Whilst data points to high confidence amongst investors, developers have a more modest outlook on the potential for heat networks, with only 41% viewing it as good or excellent. This more cautious attitude may be influenced by their experience to date of getting projects off the ground as they’re having to navigate complex and time-consuming planning and construction pitfalls and upskill a workforce that lacks the design, mechanical and engineering know-how needed to deliver profitable heat networks projects.

60% of developers also cite a strong supply chain as vital to encourage investment and over half, 52%, claim that the UK’s current weakness in this area is the top risk for the development of heat networks. Developers’ first-hand experience of the fragmented nature of supply chains, which continue to feel the impact of labour and material shortages and higher inflation rates, may well explain their reluctance to take on the risks.

Charles adds: “The development of heat networks represents a tremendous opportunity – not just for investors and developers, but also for a workforce that needs the green skills necessary to take the UK into a low carbon future. While primary legislation is now in place, further work is needed on the detail of implementing the Energy Act framework, to bring greater clarity to investors and developers so that they can see their challenges and concerns are being recognised and addressed. Getting these issues right will allow heat networks to grow in a way that will make a really important contribution to driving down our overall carbon emissions while reducing our dependence on fossil fuels.”

Collaboration, the solution for success

As investors and developers weigh up their respective risk profiles, both agree that strong and effective collaboration is essential in navigating the intricate planning, financing, and execution issues involved in heat networks projects.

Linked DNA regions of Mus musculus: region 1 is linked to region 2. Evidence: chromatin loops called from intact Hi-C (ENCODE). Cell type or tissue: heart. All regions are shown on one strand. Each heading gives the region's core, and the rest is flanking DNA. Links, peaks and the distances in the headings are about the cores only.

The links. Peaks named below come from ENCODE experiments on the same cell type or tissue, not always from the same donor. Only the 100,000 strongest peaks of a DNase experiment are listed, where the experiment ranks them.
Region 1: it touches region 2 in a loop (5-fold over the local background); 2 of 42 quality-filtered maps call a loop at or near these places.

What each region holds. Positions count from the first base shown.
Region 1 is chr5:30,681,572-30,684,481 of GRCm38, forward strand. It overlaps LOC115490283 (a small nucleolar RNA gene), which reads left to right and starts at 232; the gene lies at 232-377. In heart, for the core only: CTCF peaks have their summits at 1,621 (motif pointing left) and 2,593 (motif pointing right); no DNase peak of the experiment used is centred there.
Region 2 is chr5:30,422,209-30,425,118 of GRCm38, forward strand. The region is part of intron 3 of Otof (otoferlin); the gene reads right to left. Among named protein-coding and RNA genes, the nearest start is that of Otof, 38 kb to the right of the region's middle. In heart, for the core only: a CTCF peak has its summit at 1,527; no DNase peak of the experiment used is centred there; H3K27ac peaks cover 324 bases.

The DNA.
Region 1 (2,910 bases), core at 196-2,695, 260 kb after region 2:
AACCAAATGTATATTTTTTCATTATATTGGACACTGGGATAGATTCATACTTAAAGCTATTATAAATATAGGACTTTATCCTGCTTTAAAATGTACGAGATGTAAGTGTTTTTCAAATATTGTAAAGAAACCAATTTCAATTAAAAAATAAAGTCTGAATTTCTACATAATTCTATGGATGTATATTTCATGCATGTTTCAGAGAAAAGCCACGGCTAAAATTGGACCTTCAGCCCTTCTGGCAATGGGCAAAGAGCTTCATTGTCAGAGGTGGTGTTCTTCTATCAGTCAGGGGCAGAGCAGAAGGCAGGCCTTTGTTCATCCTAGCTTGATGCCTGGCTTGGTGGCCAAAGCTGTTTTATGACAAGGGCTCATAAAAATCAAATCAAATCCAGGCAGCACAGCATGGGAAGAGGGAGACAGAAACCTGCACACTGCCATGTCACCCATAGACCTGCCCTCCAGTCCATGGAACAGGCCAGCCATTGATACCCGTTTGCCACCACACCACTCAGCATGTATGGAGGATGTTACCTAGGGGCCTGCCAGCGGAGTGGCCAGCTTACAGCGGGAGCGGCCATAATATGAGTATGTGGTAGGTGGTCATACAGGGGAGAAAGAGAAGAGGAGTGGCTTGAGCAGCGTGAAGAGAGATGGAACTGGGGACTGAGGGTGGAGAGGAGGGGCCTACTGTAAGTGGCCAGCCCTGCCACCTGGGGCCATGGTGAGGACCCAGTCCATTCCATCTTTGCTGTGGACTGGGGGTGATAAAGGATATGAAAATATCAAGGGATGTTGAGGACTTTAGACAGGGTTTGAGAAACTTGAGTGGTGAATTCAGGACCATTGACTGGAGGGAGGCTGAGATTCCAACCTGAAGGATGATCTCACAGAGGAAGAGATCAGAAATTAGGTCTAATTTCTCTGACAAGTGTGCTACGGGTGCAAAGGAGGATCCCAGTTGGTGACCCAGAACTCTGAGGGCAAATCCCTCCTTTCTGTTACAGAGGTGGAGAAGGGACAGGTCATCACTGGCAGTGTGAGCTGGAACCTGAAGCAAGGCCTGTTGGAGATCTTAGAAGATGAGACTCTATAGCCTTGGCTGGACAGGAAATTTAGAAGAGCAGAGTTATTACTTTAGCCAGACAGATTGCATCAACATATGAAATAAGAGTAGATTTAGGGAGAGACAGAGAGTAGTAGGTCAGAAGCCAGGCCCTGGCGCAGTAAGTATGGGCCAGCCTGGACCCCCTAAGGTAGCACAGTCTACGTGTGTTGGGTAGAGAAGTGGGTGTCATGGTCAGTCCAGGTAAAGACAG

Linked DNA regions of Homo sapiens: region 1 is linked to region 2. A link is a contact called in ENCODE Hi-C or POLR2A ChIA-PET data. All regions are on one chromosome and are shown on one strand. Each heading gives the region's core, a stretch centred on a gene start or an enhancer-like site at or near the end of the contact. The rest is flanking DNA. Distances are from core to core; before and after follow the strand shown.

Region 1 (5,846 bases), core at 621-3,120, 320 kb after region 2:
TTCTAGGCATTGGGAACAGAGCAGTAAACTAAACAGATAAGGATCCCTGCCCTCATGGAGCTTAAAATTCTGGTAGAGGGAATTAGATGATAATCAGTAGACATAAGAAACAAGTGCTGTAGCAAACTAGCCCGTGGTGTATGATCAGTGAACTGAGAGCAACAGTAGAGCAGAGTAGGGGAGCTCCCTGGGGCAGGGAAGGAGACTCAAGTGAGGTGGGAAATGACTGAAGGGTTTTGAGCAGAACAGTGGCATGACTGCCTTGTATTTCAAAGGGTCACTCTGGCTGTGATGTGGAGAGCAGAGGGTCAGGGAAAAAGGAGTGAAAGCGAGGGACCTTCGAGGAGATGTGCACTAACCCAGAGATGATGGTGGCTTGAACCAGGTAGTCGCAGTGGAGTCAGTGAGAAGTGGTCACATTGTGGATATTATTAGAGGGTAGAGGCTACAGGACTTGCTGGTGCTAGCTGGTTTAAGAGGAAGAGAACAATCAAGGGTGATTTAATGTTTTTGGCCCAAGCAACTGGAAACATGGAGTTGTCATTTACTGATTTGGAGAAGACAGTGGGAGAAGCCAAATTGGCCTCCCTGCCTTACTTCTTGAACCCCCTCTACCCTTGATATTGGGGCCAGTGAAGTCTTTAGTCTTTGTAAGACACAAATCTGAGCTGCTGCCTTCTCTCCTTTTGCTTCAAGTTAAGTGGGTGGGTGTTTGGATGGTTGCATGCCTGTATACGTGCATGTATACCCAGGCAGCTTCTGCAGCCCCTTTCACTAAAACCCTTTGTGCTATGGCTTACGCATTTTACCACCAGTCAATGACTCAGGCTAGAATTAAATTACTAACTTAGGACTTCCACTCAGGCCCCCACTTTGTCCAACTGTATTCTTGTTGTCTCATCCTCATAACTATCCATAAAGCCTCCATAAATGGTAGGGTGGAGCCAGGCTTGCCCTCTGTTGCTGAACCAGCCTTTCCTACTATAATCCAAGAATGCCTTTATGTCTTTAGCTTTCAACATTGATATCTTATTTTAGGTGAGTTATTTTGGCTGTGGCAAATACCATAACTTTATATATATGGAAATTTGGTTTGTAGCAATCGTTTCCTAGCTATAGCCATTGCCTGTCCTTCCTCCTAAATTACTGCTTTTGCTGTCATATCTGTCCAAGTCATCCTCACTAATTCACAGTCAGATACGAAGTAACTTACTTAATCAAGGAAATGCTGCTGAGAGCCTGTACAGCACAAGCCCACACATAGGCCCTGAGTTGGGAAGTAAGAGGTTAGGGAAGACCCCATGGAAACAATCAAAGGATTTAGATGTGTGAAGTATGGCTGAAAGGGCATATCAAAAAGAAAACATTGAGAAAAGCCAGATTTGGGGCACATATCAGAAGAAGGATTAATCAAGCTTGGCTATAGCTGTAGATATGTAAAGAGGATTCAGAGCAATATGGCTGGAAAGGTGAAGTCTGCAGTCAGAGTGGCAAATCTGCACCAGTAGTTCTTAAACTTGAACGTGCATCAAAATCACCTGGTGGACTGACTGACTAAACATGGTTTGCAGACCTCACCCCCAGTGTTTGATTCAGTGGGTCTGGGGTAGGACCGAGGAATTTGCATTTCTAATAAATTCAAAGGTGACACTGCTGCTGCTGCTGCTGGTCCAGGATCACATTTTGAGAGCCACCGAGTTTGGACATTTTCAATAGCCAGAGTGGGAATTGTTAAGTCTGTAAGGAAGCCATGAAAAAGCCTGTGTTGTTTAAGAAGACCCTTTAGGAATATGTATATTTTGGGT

Pooling their resources, public and private sector organisations working together are better placed to successfully deal with technical complexity, mitigate risk and engage with communities as well as ensure alignment with national and local policies, such as net-zero targets.

Emma Andrews a director in the Clean Heat practice and part of Burges Salmon’s Net Zero Services, says: “Our dedicated Net Zero team specialises in providing strategic guidance to support our clients’ transition to a sustainable future. Our track-record in this area includes successful collaborations with local authorities, private sector partners, and community-driven initiatives and we’re proud to have facilitated the development of heat networks schemes and advised on funding models, ensuring compliance with evolving regulations.

Our experience in clean heat and environmental law means we’re well positioned to assist investors and developers across both the public and private sectors on all aspects of heat networks project delivery, from legal structuring, planning, construction through to regulatory compliance.”

Key contact

Headshot of Charles Robson

Charles Robson Director

  • Energy & Utilities
  • Renewable Energy
  • Climate Change and Carbon Law